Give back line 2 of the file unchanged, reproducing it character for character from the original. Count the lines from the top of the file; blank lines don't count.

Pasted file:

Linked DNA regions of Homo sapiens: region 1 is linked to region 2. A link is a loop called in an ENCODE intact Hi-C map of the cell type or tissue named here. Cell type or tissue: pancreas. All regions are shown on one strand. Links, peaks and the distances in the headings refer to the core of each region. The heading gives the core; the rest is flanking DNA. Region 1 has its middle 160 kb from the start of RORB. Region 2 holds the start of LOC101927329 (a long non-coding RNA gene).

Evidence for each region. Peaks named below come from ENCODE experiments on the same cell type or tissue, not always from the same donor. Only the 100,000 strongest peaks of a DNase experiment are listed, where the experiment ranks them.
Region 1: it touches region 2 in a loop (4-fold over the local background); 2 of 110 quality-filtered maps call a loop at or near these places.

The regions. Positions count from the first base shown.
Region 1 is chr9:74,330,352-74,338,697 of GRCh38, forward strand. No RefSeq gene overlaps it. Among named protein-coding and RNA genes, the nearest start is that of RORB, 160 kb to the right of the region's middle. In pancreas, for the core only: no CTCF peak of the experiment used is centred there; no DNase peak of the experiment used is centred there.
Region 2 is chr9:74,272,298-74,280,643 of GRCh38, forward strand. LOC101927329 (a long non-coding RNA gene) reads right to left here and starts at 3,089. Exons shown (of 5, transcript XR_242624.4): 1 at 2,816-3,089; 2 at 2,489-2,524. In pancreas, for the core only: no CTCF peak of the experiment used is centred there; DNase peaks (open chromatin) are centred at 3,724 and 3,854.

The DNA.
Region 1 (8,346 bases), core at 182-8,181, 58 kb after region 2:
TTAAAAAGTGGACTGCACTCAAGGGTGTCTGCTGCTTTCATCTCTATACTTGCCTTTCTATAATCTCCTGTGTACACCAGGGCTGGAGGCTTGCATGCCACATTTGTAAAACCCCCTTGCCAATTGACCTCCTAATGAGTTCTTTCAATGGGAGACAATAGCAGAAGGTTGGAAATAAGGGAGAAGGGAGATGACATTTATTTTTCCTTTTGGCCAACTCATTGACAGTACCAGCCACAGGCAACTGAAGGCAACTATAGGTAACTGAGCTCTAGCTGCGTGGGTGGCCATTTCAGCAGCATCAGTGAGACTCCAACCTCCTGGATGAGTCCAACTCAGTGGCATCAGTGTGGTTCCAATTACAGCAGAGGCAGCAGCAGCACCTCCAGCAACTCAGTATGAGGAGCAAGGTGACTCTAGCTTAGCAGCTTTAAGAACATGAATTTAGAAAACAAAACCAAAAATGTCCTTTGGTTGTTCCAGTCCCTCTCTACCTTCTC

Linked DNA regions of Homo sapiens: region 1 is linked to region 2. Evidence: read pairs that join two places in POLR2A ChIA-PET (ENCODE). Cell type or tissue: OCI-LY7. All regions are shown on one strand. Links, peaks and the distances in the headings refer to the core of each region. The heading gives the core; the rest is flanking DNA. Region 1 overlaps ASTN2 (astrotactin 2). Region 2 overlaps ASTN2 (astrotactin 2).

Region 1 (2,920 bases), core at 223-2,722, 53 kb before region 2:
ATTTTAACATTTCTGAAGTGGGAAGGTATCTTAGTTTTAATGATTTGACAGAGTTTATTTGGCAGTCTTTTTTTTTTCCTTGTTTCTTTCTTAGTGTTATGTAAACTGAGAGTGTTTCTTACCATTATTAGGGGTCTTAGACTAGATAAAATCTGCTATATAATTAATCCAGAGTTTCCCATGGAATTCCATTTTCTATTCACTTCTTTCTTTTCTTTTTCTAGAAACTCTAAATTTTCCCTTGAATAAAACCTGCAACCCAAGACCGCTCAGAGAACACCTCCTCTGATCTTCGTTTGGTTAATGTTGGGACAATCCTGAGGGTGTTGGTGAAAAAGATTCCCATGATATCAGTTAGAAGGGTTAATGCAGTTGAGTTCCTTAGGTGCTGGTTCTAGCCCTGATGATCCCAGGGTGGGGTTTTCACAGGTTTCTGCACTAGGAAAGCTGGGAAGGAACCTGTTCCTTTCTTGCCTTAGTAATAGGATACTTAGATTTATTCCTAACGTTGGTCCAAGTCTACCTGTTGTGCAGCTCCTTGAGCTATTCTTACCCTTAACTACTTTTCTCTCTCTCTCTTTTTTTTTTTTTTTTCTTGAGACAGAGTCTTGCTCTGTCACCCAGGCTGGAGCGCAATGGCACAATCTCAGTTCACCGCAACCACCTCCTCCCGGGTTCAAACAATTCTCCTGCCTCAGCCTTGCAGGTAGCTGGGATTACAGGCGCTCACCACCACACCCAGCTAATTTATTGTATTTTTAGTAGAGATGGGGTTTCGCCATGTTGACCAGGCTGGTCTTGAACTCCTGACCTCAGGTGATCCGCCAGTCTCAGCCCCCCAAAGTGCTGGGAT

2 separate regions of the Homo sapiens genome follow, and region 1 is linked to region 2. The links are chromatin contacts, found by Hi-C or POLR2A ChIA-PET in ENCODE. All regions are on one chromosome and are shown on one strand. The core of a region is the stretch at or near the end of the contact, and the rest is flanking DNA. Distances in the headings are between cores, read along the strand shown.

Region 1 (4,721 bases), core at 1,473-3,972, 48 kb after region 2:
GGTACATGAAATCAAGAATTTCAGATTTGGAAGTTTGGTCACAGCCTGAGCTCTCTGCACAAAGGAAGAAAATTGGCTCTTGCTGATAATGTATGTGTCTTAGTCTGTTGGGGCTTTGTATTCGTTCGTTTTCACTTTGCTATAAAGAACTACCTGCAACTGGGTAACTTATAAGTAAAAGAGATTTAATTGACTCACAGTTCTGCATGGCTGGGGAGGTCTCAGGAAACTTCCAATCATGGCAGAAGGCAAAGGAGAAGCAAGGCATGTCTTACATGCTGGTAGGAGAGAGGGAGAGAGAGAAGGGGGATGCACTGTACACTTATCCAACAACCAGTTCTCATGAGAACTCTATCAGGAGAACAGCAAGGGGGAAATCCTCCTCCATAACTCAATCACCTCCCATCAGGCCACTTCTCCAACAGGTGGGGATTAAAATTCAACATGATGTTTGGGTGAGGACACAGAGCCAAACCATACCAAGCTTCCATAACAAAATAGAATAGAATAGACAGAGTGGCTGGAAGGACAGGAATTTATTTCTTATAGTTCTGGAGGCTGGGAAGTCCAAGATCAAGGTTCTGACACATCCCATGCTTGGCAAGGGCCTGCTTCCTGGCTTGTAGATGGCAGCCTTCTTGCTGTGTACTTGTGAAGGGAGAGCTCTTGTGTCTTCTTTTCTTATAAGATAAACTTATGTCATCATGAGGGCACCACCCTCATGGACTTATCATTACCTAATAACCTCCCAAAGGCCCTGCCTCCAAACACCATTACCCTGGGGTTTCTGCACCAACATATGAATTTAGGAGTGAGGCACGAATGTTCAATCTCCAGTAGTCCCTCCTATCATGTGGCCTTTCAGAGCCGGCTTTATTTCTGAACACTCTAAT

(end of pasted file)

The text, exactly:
Evidence for each region. Peaks named below come from ENCODE experiments on the same cell type or tissue, not always from the same donor. Only the 100,000 strongest peaks of a DNase experiment are listed, where the experiment ranks them.